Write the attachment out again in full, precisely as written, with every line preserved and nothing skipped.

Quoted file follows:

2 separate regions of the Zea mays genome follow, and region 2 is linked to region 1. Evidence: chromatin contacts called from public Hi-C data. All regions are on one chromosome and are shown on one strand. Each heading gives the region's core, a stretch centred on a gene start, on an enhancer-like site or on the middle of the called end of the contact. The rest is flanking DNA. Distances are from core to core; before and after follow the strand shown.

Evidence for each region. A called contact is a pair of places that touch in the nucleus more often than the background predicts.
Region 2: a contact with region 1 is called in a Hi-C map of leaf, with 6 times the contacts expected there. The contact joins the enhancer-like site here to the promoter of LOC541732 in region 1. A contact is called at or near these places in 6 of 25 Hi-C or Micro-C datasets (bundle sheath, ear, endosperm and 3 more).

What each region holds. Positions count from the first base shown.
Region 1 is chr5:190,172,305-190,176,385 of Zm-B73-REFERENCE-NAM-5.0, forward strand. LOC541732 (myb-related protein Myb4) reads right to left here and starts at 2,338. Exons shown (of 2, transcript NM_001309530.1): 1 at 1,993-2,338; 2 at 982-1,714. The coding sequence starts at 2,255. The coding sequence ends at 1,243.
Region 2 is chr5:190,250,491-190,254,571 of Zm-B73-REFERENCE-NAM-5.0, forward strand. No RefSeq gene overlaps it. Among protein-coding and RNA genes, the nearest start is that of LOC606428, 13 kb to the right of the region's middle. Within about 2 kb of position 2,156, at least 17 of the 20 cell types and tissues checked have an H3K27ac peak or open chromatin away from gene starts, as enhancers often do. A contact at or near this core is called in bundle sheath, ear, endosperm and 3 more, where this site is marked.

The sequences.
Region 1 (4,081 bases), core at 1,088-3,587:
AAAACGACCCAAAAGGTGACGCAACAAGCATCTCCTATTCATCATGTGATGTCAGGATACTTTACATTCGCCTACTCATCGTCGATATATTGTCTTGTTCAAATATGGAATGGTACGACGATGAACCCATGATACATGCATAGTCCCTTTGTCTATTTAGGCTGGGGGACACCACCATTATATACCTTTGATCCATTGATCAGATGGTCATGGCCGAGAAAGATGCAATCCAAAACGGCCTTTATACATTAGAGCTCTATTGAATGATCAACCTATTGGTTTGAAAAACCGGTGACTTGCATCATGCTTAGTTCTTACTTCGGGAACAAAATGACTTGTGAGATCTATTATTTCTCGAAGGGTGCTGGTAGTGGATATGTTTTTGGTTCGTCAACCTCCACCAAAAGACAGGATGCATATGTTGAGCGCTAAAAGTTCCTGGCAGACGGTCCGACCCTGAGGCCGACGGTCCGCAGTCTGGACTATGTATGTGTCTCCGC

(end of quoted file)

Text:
2 separate regions of the Zea mays genome follow, and region 2 is linked to region 1. Evidence: chromatin contacts called from public Hi-C data. All regions are on one chromosome and are shown on one strand. Each heading gives the region's core, a stretch centred on a gene start, on an enhancer-like site or on the middle of the called end of the contact. The rest is flanking DNA. Distances are from core to core; before and after follow the strand shown.

Evidence for each region. A called contact is a pair of places that touch in the nucleus more often than the background predicts.
Region 2: a contact with region 1 is called in a Hi-C map of leaf, with 6 times the contacts expected there. The contact joins the enhancer-like site here to the promoter of LOC541732 in region 1. A contact is called at or near these places in 6 of 25 Hi-C or Micro-C datasets (bundle sheath, ear, endosperm and 3 more).

What each region holds. Positions count from the first base shown.
Region 1 is chr5:190,172,305-190,176,385 of Zm-B73-REFERENCE-NAM-5.0, forward strand. LOC541732 (myb-related protein Myb4) reads right to left here and starts at 2,338. Exons shown (of 2, transcript NM_001309530.1): 1 at 1,993-2,338; 2 at 982-1,714. The coding sequence starts at 2,255. The coding sequence ends at 1,243.
Region 2 is chr5:190,250,491-190,254,571 of Zm-B73-REFERENCE-NAM-5.0, forward strand. No RefSeq gene overlaps it. Among protein-coding and RNA genes, the nearest start is that of LOC606428, 13 kb to the right of the region's middle. Within about 2 kb of position 2,156, at least 17 of the 20 cell types and tissues checked have an H3K27ac peak or open chromatin away from gene starts, as enhancers often do. A contact at or near this core is called in bundle sheath, ear, endosperm and 3 more, where this site is marked.

The sequences.
Region 1 (4,081 bases), core at 1,088-3,587:
AAAACGACCCAAAAGGTGACGCAACAAGCATCTCCTATTCATCATGTGATGTCAGGATACTTTACATTCGCCTACTCATCGTCGATATATTGTCTTGTTCAAATATGGAATGGTACGACGATGAACCCATGATACATGCATAGTCCCTTTGTCTATTTAGGCTGGGGGACACCACCATTATATACCTTTGATCCATTGATCAGATGGTCATGGCCGAGAAAGATGCAATCCAAAACGGCCTTTATACATTAGAGCTCTATTGAATGATCAACCTATTGGTTTGAAAAACCGGTGACTTGCATCATGCTTAGTTCTTACTTCGGGAACAAAATGACTTGTGAGATCTATTATTTCTCGAAGGGTGCTGGTAGTGGATATGTTTTTGGTTCGTCAACCTCCACCAAAAGACAGGATGCATATGTTGAGCGCTAAAAGTTCCTGGCAGACGGTCCGACCCTGAGGCCGACGGTCCGCAGTCTGGACTATGTATGTGTCTCCGC